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What Your Old Devices Can Say About You

#artificialintelligence

With new models of phones and computers being released every year, wanting the latest and greatest is never a bad thing, but what about your old devices? The truth is that old devices can still hold all of the data you put on them or that they collected while they were alive. How you handle these devices after their useful lifetime matters not only for the environment, but also for your own security. Turning off a device for a long period of time may seem like it would be long enough for the data to disappear or be erased, but the truth is that data never disappears on its own. No matter how long you wait after a device is powered off, there is still data from when the device was used and what was stored on it.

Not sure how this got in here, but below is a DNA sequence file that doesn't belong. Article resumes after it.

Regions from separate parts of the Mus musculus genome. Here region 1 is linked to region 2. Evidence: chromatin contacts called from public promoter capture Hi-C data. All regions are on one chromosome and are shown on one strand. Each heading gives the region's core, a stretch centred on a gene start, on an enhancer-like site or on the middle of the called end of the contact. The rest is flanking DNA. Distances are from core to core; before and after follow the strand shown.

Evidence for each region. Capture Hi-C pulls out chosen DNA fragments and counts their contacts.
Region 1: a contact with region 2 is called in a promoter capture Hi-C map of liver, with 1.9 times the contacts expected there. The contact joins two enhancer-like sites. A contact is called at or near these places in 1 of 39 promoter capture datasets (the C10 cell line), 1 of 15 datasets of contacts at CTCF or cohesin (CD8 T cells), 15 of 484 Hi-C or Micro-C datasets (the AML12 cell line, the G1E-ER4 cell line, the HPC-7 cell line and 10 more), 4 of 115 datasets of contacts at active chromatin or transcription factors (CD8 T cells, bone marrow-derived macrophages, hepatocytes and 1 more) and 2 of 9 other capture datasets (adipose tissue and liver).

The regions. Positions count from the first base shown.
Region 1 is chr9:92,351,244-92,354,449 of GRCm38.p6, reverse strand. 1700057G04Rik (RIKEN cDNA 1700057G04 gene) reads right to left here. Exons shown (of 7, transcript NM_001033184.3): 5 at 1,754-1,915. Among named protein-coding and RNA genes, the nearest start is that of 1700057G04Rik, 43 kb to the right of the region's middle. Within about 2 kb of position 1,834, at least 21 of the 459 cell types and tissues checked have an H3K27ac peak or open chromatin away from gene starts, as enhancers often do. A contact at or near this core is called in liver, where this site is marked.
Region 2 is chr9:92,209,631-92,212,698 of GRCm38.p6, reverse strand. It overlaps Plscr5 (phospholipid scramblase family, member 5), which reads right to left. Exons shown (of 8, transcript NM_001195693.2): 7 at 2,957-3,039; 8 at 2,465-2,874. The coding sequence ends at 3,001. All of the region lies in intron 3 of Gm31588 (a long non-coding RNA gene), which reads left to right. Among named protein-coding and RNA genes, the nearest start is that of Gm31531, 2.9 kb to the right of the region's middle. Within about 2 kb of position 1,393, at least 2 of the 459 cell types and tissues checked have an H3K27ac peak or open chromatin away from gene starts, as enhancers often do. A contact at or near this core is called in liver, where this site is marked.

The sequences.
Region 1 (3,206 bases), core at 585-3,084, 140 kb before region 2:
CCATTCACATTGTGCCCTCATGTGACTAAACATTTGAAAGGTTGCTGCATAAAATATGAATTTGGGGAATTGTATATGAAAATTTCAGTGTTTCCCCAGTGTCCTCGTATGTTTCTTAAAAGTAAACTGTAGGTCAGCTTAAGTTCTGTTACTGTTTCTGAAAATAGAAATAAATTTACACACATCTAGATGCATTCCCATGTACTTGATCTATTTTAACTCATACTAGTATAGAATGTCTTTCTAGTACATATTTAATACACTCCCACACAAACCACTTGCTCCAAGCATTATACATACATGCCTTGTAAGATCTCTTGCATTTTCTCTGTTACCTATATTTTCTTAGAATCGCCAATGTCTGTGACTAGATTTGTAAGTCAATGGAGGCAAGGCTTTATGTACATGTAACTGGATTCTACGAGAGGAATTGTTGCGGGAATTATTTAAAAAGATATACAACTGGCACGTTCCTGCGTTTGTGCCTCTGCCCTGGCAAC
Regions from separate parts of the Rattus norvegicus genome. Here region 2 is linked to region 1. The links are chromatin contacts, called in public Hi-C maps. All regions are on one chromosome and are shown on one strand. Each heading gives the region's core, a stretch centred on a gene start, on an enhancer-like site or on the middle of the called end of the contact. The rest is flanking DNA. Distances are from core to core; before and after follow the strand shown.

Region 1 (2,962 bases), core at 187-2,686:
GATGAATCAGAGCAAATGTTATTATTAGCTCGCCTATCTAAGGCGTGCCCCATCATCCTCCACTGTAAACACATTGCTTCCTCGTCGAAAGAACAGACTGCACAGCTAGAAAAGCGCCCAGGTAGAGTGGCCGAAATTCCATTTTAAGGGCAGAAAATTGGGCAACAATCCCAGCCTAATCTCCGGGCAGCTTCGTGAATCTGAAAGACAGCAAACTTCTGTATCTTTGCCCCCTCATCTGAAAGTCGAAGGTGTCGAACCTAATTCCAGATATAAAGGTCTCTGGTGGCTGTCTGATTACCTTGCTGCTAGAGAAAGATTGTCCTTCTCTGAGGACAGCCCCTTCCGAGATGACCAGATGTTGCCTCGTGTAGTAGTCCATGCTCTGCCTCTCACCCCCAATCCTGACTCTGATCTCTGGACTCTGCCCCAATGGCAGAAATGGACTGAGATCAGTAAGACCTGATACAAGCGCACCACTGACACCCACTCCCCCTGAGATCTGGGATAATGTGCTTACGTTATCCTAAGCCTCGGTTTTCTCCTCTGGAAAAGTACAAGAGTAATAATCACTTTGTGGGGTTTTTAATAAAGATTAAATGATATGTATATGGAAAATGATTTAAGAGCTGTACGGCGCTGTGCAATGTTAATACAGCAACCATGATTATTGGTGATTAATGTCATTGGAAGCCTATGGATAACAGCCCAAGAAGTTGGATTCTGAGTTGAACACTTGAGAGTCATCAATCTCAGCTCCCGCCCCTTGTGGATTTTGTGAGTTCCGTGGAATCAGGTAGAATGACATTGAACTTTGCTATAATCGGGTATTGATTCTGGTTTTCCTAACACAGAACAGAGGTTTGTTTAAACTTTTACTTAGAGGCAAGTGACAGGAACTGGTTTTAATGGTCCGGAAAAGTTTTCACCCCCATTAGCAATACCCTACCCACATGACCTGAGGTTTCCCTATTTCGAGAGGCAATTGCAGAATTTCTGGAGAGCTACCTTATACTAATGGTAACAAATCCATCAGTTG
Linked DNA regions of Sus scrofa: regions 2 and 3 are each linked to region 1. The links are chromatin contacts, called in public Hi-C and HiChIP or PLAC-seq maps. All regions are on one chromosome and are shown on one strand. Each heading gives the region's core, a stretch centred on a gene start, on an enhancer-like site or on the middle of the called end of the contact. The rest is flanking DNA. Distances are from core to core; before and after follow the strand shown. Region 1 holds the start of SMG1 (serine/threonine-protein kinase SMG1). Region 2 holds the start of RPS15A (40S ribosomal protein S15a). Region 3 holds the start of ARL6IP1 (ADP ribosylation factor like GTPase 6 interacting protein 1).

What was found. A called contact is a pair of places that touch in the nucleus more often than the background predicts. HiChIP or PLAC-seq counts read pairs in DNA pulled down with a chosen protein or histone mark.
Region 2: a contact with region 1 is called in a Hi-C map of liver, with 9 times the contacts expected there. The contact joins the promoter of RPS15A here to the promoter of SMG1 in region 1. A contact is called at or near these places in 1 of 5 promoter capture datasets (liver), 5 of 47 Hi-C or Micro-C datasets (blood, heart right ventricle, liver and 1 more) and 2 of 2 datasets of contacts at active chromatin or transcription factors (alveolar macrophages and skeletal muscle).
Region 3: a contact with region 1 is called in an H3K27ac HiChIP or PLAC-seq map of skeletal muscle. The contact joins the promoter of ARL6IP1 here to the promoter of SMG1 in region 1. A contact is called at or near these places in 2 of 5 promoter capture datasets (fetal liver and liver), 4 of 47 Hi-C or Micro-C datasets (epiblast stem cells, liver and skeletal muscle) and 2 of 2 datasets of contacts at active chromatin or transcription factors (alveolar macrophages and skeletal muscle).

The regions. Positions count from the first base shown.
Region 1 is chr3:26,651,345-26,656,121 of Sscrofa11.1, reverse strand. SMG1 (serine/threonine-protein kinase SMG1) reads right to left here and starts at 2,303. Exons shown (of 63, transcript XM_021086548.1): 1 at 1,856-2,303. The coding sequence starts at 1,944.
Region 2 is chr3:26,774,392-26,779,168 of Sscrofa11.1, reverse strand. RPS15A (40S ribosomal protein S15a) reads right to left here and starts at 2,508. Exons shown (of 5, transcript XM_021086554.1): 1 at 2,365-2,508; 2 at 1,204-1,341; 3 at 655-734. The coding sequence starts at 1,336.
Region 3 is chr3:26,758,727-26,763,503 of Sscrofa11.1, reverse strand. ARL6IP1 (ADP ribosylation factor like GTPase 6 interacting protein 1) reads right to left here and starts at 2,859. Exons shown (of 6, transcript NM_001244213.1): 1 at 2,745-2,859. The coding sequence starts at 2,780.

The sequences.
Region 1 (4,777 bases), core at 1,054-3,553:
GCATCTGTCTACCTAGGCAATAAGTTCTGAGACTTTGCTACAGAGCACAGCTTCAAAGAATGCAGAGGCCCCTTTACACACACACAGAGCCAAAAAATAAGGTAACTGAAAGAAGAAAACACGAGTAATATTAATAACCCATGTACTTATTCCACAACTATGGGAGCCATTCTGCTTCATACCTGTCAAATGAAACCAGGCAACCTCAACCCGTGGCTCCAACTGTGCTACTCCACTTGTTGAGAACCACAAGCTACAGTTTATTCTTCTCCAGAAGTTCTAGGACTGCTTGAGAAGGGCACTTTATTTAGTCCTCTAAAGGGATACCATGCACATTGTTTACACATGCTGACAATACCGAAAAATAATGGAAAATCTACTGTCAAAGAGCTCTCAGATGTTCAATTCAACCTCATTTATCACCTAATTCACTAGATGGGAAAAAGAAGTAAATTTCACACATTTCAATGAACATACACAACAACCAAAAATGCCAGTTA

How Set Up New Devices: iPhone, Amazon Echo, Google Home, TV

WIRED

Want to save time on Web forms? Go to Settings Safari Autofill and pre-load your contact info. This new device will also have iOS 12 on it. Check out this handy list of the most important new features you should learn about in Apple's latest mobile operating system. You should also read up on all the ways iOS 12 will make you safer. One last recommendation: Get rid of the clutter.


Apple wants your applause for a mining goal without a plan

Mashable

Apple wants to stop mining for rare Earth metals and other components that help its technologies work. The company announced this through its recently-released 2016 environmental responsibility report, and via a nice little rollout with the help of Vice. Everything Apple builds, they say, will one day be made from recyclable materials such as copper, aluminum, and tin. SEE ALSO: New drone footage gives us the best look at Apple's spaceship campus yet But Apple has no public timeline to complete this goal. Lisa Jackson, the company's vice president of environment, policy, and social initiatives, told Vice that company officials are a bit "nervous" because they don't have a plan, either.